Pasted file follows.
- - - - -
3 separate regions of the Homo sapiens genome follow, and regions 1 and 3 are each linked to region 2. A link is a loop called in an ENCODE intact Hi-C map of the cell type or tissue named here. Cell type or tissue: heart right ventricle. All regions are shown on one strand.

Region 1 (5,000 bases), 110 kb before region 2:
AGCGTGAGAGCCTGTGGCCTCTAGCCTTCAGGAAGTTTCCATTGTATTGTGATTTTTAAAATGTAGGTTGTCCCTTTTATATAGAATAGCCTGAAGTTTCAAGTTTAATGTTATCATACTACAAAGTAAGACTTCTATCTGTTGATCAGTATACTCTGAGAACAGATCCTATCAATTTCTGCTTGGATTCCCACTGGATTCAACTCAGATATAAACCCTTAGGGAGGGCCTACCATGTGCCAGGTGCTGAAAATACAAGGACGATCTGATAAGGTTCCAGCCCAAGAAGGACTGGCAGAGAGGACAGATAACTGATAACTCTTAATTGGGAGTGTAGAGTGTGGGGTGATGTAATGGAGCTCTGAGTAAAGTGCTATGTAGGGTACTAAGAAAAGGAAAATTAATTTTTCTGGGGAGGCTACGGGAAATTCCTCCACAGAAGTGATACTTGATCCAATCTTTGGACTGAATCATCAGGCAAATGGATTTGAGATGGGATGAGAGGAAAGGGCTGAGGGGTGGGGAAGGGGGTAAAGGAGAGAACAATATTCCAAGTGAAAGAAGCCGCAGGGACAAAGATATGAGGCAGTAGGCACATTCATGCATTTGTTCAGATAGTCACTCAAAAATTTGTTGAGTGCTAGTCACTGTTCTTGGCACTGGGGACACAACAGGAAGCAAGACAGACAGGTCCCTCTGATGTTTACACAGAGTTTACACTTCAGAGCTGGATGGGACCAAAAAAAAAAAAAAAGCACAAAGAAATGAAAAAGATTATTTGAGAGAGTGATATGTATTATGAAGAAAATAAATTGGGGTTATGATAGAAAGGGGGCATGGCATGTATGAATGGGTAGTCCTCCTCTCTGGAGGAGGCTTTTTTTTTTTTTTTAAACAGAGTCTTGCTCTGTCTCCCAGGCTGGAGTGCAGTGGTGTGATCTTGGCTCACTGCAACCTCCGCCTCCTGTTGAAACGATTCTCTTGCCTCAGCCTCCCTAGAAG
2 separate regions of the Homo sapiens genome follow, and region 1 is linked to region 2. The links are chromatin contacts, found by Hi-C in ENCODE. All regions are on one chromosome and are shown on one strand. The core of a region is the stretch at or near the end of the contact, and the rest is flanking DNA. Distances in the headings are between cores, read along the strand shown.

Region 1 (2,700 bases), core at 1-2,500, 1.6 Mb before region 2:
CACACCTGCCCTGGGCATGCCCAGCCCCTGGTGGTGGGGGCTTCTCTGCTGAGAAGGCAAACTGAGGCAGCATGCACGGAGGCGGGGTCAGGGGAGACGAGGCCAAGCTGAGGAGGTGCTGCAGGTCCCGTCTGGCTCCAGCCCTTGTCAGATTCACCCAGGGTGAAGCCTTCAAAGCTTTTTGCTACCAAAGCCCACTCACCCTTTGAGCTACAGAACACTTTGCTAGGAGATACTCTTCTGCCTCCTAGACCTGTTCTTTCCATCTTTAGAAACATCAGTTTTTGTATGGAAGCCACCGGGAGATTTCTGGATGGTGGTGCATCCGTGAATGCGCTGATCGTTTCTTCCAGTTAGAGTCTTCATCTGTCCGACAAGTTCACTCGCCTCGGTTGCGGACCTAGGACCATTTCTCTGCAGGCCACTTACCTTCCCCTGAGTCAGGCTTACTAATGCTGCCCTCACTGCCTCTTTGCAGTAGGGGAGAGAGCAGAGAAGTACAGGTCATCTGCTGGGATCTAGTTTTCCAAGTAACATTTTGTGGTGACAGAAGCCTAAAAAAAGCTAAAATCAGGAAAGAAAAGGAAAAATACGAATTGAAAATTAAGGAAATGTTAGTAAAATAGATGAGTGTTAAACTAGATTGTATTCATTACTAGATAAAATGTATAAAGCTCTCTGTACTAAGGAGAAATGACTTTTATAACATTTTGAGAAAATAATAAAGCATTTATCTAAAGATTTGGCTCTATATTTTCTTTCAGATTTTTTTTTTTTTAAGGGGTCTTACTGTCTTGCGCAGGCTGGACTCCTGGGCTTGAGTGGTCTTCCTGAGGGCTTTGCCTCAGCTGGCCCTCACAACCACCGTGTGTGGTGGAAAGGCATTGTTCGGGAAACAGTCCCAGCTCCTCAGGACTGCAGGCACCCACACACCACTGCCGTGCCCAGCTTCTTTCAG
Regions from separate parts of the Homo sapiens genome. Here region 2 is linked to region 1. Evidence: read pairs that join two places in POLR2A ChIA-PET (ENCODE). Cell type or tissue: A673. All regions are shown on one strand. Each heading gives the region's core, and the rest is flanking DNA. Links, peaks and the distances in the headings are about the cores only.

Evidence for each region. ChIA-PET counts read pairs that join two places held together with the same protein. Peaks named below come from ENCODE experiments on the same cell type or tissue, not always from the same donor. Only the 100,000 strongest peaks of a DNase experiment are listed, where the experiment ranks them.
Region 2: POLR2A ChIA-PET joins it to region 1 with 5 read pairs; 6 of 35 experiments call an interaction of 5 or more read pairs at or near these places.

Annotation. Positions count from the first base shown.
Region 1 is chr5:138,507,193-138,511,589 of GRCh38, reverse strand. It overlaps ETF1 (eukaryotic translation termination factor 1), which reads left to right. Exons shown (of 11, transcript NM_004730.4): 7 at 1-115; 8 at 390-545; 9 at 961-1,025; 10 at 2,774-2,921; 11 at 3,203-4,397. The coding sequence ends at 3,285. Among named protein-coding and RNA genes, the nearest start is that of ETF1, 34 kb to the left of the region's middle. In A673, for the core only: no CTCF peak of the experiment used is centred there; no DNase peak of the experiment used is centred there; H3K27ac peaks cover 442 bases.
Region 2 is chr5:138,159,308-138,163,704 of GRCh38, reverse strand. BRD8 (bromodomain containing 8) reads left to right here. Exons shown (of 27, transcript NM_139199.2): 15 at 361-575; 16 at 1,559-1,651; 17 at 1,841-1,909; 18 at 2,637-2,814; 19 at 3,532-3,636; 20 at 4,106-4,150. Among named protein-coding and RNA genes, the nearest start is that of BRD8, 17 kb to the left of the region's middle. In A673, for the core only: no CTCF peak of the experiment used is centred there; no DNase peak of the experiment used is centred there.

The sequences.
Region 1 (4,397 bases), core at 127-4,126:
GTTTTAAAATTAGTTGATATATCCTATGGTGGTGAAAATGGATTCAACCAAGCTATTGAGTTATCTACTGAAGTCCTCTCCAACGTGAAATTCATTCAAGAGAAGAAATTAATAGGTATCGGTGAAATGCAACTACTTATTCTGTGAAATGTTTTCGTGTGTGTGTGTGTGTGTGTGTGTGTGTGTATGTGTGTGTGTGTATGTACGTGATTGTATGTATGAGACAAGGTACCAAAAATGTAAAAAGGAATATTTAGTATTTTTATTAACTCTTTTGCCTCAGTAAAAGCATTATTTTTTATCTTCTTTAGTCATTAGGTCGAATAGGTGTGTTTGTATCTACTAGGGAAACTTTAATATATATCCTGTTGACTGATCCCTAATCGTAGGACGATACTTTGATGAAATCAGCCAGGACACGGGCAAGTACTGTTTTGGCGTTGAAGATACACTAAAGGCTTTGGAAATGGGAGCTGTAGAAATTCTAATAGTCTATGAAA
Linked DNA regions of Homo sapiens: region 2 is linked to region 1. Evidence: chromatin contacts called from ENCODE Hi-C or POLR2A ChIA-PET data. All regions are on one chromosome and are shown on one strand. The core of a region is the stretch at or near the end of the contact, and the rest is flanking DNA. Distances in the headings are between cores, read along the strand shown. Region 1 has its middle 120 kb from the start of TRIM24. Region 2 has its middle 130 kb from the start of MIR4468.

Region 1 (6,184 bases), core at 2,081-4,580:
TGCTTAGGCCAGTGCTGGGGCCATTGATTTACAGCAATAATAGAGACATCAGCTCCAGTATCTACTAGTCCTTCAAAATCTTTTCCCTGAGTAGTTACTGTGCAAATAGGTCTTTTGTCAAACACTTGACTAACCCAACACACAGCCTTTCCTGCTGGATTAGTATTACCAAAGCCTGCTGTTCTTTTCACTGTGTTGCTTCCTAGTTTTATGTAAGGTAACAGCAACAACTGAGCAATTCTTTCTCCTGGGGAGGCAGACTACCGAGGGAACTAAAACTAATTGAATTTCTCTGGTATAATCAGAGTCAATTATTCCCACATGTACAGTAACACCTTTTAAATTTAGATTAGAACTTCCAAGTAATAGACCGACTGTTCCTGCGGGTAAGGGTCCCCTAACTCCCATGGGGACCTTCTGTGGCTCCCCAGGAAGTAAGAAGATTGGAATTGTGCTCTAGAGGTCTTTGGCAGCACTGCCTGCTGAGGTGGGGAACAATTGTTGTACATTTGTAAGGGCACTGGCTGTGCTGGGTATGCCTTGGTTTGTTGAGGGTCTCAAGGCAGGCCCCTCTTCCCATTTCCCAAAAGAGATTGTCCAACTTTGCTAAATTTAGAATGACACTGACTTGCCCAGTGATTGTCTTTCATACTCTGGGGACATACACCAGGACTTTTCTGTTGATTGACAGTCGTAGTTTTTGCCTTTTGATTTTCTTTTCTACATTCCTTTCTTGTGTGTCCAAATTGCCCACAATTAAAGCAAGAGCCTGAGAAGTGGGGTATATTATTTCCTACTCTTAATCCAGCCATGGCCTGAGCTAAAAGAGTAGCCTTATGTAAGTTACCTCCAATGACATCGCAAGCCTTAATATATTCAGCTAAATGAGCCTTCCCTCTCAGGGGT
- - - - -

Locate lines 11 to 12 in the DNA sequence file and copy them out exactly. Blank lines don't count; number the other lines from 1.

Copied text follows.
Region 1 is chr5:138,507,193-138,511,589 of GRCh38, reverse strand. It overlaps ETF1 (eukaryotic translation termination factor 1), which reads left to right. Exons shown (of 11, transcript NM_004730.4): 7 at 1-115; 8 at 390-545; 9 at 961-1,025; 10 at 2,774-2,921; 11 at 3,203-4,397. The coding sequence ends at 3,285. Among named protein-coding and RNA genes, the nearest start is that of ETF1, 34 kb to the left of the region's middle. In A673, for the core only: no CTCF peak of the experiment used is centred there; no DNase peak of the experiment used is centred there; H3K27ac peaks cover 442 bases.
Region 2 is chr5:138,159,308-138,163,704 of GRCh38, reverse strand. BRD8 (bromodomain containing 8) reads left to right here. Exons shown (of 27, transcript NM_139199.2): 15 at 361-575; 16 at 1,559-1,651; 17 at 1,841-1,909; 18 at 2,637-2,814; 19 at 3,532-3,636; 20 at 4,106-4,150. Among named protein-coding and RNA genes, the nearest start is that of BRD8, 17 kb to the left of the region's middle. In A673, for the core only: no CTCF peak of the experiment used is centred there; no DNase peak of the experiment used is centred there.